TMNK - The Me Nobody Knows - Save My AssToo, used by permission of the artist. Mixed media on canvas.
"Some of the wealthiest, most powerful money brokers screw-up and you say you want to use my money to bail them out? They make millions, hundreds of millions, fly first class, live in mansions, and have yachts. Yet we, the poor-ass-struggling folks are about to loan them 770 billion dollars? I have a better solution. Let the greedy idiots who caused this mess take their lumps and loose everything. Then do for the American people what we do for developing third world nations, simply forgive our debts. Bail us out. Keep all of us from going bankrupt, and pay our bills, our homes off. After all we're the backbone of the nation, right? Good, for once let those at the top of the mess suffer the consequences. Now you've already wasted a bunch of my money looking for weapons of mass destruction, then starting a very expensive war, funded again with MY money. So the way I figure, if you really care about a nobody like me: Dear Uncle Sam, Save My Ass Too! Save My Ass Too" TMNK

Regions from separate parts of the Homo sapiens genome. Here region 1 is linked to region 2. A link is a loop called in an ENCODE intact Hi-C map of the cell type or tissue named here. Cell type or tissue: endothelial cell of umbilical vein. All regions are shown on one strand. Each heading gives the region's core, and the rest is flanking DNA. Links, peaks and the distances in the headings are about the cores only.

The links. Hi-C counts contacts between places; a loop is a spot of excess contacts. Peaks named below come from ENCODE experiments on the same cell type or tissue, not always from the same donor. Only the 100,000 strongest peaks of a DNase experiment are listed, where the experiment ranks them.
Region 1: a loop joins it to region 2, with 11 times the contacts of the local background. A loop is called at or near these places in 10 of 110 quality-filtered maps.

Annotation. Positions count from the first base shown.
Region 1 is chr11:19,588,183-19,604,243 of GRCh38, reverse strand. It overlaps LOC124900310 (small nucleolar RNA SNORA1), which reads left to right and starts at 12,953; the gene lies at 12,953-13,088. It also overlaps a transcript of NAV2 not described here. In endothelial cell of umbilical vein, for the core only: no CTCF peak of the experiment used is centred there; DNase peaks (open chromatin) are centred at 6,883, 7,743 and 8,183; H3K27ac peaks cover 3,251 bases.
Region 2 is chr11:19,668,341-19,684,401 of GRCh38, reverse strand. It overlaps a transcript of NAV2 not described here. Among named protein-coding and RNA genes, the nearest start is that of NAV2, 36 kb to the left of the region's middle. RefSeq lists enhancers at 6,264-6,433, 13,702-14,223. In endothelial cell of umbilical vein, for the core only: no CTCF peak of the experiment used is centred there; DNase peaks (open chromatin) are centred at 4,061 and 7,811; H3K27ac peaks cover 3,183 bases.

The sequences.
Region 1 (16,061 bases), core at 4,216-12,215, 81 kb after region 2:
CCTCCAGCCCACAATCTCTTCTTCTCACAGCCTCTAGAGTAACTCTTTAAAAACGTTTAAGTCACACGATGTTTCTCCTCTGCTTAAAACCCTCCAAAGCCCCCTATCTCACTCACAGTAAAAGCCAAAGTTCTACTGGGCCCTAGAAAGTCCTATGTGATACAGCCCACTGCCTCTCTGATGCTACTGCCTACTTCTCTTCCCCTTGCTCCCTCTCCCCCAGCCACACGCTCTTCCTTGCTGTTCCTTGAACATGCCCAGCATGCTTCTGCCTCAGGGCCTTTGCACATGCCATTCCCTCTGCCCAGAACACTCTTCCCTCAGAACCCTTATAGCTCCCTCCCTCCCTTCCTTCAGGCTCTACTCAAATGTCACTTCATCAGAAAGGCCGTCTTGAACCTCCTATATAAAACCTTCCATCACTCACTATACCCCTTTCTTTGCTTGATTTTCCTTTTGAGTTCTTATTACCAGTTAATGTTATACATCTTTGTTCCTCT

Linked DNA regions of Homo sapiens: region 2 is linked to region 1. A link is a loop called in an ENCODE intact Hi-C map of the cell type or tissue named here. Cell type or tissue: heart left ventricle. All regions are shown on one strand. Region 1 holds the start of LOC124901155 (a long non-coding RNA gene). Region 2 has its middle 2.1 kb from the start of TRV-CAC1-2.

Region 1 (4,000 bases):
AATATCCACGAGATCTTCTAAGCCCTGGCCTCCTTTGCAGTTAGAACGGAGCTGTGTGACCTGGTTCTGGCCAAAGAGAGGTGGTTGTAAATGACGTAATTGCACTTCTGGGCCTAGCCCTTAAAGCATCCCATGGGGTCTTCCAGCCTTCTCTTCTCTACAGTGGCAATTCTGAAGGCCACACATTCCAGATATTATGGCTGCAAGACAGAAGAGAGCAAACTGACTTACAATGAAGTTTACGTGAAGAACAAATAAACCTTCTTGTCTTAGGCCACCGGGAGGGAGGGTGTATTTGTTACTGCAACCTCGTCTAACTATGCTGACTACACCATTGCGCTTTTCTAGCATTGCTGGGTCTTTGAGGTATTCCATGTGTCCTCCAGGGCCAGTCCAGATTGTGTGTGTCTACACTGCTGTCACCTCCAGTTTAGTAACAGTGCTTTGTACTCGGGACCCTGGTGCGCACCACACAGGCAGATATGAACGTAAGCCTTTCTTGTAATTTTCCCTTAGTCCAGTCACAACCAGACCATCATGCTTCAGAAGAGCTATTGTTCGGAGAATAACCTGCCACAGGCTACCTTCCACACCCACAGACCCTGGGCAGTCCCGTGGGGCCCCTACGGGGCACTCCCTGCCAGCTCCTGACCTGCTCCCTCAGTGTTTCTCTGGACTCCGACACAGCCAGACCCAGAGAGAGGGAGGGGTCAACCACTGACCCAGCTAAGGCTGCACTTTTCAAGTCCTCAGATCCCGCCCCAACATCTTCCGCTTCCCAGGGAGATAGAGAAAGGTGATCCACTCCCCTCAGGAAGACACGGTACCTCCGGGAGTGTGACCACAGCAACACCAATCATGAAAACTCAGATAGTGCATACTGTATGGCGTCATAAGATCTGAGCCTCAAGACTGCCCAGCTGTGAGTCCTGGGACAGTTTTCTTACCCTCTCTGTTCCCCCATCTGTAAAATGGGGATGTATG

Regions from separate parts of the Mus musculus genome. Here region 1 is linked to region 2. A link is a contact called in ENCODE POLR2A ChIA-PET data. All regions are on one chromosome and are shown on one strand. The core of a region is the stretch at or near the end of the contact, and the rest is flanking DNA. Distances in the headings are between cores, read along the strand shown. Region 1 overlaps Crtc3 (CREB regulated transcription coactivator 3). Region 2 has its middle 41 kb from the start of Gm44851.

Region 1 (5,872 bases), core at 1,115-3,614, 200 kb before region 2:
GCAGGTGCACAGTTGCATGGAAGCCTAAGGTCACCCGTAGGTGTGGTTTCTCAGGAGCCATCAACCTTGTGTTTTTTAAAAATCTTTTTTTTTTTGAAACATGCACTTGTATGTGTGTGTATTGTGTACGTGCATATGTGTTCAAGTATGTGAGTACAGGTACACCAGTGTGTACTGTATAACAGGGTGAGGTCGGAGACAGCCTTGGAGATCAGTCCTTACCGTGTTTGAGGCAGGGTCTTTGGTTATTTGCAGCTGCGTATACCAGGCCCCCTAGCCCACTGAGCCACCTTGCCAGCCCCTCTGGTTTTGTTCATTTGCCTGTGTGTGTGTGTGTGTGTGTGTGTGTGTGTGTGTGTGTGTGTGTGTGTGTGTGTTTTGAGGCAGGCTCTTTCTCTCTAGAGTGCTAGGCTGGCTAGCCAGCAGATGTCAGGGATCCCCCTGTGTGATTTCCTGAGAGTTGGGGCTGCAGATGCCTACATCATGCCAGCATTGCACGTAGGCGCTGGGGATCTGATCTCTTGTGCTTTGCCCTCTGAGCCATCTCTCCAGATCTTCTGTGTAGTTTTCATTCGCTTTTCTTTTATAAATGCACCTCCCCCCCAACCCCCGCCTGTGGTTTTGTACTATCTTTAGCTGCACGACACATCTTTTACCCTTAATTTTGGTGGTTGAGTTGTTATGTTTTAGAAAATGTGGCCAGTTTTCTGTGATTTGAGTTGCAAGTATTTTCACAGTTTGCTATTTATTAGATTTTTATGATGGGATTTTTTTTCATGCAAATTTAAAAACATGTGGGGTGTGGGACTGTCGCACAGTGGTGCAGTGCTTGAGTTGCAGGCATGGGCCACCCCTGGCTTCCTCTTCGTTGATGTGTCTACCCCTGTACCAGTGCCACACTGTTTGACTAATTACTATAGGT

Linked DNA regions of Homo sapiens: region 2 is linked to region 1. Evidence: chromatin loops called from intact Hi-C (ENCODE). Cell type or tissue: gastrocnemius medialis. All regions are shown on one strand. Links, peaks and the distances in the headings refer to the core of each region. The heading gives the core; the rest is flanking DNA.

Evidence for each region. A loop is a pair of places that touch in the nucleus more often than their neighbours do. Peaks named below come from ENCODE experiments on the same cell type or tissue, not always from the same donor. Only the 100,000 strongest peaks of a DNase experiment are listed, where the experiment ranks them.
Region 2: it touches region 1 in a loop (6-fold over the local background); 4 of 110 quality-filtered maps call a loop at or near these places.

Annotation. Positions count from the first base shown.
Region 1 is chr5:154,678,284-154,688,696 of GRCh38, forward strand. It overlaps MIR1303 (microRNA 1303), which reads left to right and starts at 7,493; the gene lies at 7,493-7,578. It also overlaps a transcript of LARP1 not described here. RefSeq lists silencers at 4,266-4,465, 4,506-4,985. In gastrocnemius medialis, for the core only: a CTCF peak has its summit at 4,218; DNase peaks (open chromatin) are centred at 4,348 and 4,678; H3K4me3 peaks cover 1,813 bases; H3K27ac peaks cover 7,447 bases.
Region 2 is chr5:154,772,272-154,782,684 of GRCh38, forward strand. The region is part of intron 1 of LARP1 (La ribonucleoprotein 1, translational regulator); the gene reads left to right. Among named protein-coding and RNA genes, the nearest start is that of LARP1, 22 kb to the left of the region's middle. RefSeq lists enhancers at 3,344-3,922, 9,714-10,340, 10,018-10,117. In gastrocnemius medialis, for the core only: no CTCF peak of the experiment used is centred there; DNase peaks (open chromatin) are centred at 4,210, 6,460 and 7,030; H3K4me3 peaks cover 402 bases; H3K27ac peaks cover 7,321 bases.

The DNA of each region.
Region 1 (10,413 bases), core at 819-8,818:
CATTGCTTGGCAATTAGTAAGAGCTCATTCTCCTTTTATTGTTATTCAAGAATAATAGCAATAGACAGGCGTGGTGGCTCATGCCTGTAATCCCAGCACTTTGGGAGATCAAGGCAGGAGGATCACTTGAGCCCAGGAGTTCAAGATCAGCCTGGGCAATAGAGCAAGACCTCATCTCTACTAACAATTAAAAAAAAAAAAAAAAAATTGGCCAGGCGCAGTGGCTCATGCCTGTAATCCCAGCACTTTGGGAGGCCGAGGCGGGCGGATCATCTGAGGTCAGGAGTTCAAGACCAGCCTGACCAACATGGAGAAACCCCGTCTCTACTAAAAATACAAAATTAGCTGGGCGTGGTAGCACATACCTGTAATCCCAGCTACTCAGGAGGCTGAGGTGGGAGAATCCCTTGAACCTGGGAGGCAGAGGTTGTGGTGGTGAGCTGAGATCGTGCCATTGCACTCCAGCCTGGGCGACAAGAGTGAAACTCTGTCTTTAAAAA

If you've been following my series Picture The Future: Obama in Art, you've seen two of Nobody's paintings. I found New York City artist TMNK as I was researching for this series and, as I said in one of my posts, I've fallen in love with him. With his work. We haven't met yet. But...here's the best part of my job - I wrote and asked Nobody to do a solo show here at Pine Street Art Works next September for Art Hop. And he agreed! Sometimes I love my job so much. Follow the link to Nobody's website and blog and I think you will be as excited about his work as I am.